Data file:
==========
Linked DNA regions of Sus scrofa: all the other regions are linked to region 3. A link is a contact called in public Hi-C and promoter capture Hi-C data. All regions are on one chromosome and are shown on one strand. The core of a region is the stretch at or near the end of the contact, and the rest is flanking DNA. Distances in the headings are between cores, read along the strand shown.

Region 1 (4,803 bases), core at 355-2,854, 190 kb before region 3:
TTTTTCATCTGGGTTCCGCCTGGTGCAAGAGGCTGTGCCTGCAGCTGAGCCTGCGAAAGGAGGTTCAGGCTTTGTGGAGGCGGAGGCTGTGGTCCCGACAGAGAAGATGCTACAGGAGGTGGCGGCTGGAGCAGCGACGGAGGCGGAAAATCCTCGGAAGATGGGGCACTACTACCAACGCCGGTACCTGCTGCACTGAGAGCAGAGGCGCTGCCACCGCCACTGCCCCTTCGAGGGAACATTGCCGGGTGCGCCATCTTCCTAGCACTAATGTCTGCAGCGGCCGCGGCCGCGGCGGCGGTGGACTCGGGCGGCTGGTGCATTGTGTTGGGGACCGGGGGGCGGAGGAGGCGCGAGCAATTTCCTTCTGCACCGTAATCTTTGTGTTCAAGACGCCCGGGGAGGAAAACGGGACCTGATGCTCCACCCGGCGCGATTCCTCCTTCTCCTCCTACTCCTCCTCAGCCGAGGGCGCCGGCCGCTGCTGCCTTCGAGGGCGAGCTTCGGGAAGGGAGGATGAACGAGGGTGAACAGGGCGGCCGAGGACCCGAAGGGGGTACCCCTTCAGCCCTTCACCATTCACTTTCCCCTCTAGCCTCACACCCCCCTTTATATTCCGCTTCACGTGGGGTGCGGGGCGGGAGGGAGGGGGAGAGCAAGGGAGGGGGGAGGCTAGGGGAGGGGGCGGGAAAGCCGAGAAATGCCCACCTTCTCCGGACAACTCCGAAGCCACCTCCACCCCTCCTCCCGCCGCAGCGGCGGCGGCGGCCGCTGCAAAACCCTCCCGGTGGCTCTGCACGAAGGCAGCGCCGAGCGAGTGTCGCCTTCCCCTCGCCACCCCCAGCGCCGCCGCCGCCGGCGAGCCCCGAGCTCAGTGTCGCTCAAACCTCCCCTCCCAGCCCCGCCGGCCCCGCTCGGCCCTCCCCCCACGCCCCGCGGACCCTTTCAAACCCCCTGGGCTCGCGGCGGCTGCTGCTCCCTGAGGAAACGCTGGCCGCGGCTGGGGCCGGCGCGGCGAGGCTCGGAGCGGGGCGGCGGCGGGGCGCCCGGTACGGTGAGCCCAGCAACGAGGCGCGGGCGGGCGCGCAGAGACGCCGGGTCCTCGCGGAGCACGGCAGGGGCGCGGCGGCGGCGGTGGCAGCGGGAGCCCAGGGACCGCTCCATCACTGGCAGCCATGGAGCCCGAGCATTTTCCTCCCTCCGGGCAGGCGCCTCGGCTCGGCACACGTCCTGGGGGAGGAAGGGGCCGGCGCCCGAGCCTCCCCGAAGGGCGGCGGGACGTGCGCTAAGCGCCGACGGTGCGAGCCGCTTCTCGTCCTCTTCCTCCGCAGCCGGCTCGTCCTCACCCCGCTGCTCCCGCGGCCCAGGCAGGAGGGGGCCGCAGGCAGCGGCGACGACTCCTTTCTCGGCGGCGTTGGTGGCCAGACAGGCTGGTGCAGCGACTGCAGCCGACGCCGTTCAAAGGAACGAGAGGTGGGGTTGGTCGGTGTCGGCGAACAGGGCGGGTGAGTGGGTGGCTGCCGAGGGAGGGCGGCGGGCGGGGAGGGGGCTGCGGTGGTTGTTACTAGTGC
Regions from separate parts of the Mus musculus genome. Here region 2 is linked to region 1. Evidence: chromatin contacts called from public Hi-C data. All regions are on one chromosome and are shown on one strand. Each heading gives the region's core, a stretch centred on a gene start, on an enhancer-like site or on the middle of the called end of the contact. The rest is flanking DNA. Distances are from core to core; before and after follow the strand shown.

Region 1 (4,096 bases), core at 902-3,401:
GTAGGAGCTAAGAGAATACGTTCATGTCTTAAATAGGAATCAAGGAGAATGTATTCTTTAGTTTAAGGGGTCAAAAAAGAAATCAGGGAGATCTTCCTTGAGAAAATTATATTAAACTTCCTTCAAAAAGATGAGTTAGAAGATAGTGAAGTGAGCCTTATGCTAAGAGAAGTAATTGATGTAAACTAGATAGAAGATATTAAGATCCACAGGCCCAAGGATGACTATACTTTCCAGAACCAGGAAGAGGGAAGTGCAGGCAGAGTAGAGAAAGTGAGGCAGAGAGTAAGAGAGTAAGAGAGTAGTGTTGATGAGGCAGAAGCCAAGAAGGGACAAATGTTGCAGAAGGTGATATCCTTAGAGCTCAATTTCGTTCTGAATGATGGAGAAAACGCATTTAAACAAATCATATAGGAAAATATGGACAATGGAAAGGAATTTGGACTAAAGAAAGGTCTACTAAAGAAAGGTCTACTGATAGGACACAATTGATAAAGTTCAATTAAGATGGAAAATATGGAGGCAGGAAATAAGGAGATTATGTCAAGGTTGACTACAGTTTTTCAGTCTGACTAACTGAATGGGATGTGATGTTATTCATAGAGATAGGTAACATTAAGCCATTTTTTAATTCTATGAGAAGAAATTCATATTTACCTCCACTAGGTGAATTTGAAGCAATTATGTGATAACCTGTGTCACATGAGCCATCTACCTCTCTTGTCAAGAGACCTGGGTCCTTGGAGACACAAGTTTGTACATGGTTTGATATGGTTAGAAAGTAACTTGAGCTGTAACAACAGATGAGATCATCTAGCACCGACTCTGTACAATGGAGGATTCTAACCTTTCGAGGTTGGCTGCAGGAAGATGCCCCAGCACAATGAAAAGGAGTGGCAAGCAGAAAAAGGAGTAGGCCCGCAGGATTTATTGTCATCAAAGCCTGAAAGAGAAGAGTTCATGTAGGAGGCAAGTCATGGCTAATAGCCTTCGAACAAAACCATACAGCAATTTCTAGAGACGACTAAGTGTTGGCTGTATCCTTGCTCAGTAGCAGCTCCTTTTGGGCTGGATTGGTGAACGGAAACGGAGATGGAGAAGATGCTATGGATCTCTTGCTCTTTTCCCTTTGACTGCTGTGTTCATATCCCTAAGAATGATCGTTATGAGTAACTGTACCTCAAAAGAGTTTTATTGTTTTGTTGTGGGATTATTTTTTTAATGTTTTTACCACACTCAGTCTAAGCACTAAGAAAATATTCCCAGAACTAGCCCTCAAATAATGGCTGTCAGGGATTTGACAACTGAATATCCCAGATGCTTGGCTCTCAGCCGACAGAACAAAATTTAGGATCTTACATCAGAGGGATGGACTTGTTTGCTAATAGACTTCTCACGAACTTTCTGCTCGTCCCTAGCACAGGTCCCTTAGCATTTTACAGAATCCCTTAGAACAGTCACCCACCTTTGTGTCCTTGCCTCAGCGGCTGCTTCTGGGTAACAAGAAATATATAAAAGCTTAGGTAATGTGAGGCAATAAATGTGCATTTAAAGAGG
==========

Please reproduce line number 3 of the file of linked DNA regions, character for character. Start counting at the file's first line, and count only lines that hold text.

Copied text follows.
TTTTTCATCTGGGTTCCGCCTGGTGCAAGAGGCTGTGCCTGCAGCTGAGCCTGCGAAAGGAGGTTCAGGCTTTGTGGAGGCGGAGGCTGTGGTCCCGACAGAGAAGATGCTACAGGAGGTGGCGGCTGGAGCAGCGACGGAGGCGGAAAATCCTCGGAAGATGGGGCACTACTACCAACGCCGGTACCTGCTGCACTGAGAGCAGAGGCGCTGCCACCGCCACTGCCCCTTCGAGGGAACATTGCCGGGTGCGCCATCTTCCTAGCACTAATGTCTGCAGCGGCCGCGGCCGCGGCGGCGGTGGACTCGGGCGGCTGGTGCATTGTGTTGGGGACCGGGGGGCGGAGGAGGCGCGAGCAATTTCCTTCTGCACCGTAATCTTTGTGTTCAAGACGCCCGGGGAGGAAAACGGGACCTGATGCTCCACCCGGCGCGATTCCTCCTTCTCCTCCTACTCCTCCTCAGCCGAGGGCGCCGGCCGCTGCTGCCTTCGAGGGCGAGCTTCGGGAAGGGAGGATGAACGAGGGTGAACAGGGCGGCCGAGGACCCGAAGGGGGTACCCCTTCAGCCCTTCACCATTCACTTTCCCCTCTAGCCTCACACCCCCCTTTATATTCCGCTTCACGTGGGGTGCGGGGCGGGAGGGAGGGGGAGAGCAAGGGAGGGGGGAGGCTAGGGGAGGGGGCGGGAAAGCCGAGAAATGCCCACCTTCTCCGGACAACTCCGAAGCCACCTCCACCCCTCCTCCCGCCGCAGCGGCGGCGGCGGCCGCTGCAAAACCCTCCCGGTGGCTCTGCACGAAGGCAGCGCCGAGCGAGTGTCGCCTTCCCCTCGCCACCCCCAGCGCCGCCGCCGCCGGCGAGCCCCGAGCTCAGTGTCGCTCAAACCTCCCCTCCCAGCCCCGCCGGCCCCGCTCGGCCCTCCCCCCACGCCCCGCGGACCCTTTCAAACCCCCTGGGCTCGCGGCGGCTGCTGCTCCCTGAGGAAACGCTGGCCGCGGCTGGGGCCGGCGCGGCGAGGCTCGGAGCGGGGCGGCGGCGGGGCGCCCGGTACGGTGAGCCCAGCAACGAGGCGCGGGCGGGCGCGCAGAGACGCCGGGTCCTCGCGGAGCACGGCAGGGGCGCGGCGGCGGCGGTGGCAGCGGGAGCCCAGGGACCGCTCCATCACTGGCAGCCATGGAGCCCGAGCATTTTCCTCCCTCCGGGCAGGCGCCTCGGCTCGGCACACGTCCTGGGGGAGGAAGGGGCCGGCGCCCGAGCCTCCCCGAAGGGCGGCGGGACGTGCGCTAAGCGCCGACGGTGCGAGCCGCTTCTCGTCCTCTTCCTCCGCAGCCGGCTCGTCCTCACCCCGCTGCTCCCGCGGCCCAGGCAGGAGGGGGCCGCAGGCAGCGGCGACGACTCCTTTCTCGGCGGCGTTGGTGGCCAGACAGGCTGGTGCAGCGACTGCAGCCGACGCCGTTCAAAGGAACGAGAGGTGGGGTTGGTCGGTGTCGGCGAACAGGGCGGGTGAGTGGGTGGCTGCCGAGGGAGGGCGGCGGGCGGGGAGGGGGCTGCGGTGGTTGTTACTAGTGC